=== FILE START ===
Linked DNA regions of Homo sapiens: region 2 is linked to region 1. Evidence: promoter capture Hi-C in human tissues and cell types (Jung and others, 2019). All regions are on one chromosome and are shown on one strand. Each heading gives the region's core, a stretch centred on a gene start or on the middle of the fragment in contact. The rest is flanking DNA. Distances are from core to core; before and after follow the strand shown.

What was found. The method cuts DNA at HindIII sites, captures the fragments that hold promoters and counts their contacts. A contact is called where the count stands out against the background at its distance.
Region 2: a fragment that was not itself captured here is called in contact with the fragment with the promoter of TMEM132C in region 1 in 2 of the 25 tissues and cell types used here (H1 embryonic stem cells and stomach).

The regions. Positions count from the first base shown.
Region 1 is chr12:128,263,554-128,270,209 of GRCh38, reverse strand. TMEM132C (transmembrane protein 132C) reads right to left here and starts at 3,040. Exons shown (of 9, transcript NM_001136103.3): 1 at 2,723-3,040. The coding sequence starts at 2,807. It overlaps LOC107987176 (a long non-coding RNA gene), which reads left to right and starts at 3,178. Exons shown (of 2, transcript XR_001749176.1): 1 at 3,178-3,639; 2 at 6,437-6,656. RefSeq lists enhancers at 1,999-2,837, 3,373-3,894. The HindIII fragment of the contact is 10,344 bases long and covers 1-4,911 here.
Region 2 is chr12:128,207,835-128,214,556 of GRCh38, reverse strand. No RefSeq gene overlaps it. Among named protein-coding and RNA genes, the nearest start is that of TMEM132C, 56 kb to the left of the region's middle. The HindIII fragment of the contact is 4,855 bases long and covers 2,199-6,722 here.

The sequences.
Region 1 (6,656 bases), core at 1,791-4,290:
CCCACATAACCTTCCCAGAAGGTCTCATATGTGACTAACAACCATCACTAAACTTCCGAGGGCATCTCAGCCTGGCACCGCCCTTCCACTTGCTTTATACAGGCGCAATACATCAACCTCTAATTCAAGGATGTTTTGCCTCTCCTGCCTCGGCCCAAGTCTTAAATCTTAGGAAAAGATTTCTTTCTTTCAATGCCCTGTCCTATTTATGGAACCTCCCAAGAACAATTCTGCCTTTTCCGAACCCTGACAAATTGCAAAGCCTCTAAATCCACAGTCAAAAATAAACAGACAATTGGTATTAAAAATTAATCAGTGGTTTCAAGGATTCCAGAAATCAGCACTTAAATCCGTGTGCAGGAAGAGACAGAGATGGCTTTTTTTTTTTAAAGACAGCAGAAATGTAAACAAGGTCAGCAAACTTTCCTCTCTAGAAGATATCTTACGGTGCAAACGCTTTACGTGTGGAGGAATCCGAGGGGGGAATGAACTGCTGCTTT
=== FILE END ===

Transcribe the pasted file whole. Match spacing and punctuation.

Linked DNA regions of Homo sapiens: region 2 is linked to region 1. Evidence: promoter capture Hi-C in human tissues and cell types (Jung and others, 2019). All regions are on one chromosome and are shown on one strand. Each heading gives the region's core, a stretch centred on a gene start or on the middle of the fragment in contact. The rest is flanking DNA. Distances are from core to core; before and after follow the strand shown.

What was found. The method cuts DNA at HindIII sites, captures the fragments that hold promoters and counts their contacts. A contact is called where the count stands out against the background at its distance.
Region 2: a fragment that was not itself captured here is called in contact with the fragment with the promoter of TMEM132C in region 1 in 2 of the 25 tissues and cell types used here (H1 embryonic stem cells and stomach).

The regions. Positions count from the first base shown.
Region 1 is chr12:128,263,554-128,270,209 of GRCh38, reverse strand. TMEM132C (transmembrane protein 132C) reads right to left here and starts at 3,040. Exons shown (of 9, transcript NM_001136103.3): 1 at 2,723-3,040. The coding sequence starts at 2,807. It overlaps LOC107987176 (a long non-coding RNA gene), which reads left to right and starts at 3,178. Exons shown (of 2, transcript XR_001749176.1): 1 at 3,178-3,639; 2 at 6,437-6,656. RefSeq lists enhancers at 1,999-2,837, 3,373-3,894. The HindIII fragment of the contact is 10,344 bases long and covers 1-4,911 here.
Region 2 is chr12:128,207,835-128,214,556 of GRCh38, reverse strand. No RefSeq gene overlaps it. Among named protein-coding and RNA genes, the nearest start is that of TMEM132C, 56 kb to the left of the region's middle. The HindIII fragment of the contact is 4,855 bases long and covers 2,199-6,722 here.

The sequences.
Region 1 (6,656 bases), core at 1,791-4,290:
CCCACATAACCTTCCCAGAAGGTCTCATATGTGACTAACAACCATCACTAAACTTCCGAGGGCATCTCAGCCTGGCACCGCCCTTCCACTTGCTTTATACAGGCGCAATACATCAACCTCTAATTCAAGGATGTTTTGCCTCTCCTGCCTCGGCCCAAGTCTTAAATCTTAGGAAAAGATTTCTTTCTTTCAATGCCCTGTCCTATTTATGGAACCTCCCAAGAACAATTCTGCCTTTTCCGAACCCTGACAAATTGCAAAGCCTCTAAATCCACAGTCAAAAATAAACAGACAATTGGTATTAAAAATTAATCAGTGGTTTCAAGGATTCCAGAAATCAGCACTTAAATCCGTGTGCAGGAAGAGACAGAGATGGCTTTTTTTTTTTAAAGACAGCAGAAATGTAAACAAGGTCAGCAAACTTTCCTCTCTAGAAGATATCTTACGGTGCAAACGCTTTACGTGTGGAGGAATCCGAGGGGGGAATGAACTGCTGCTTT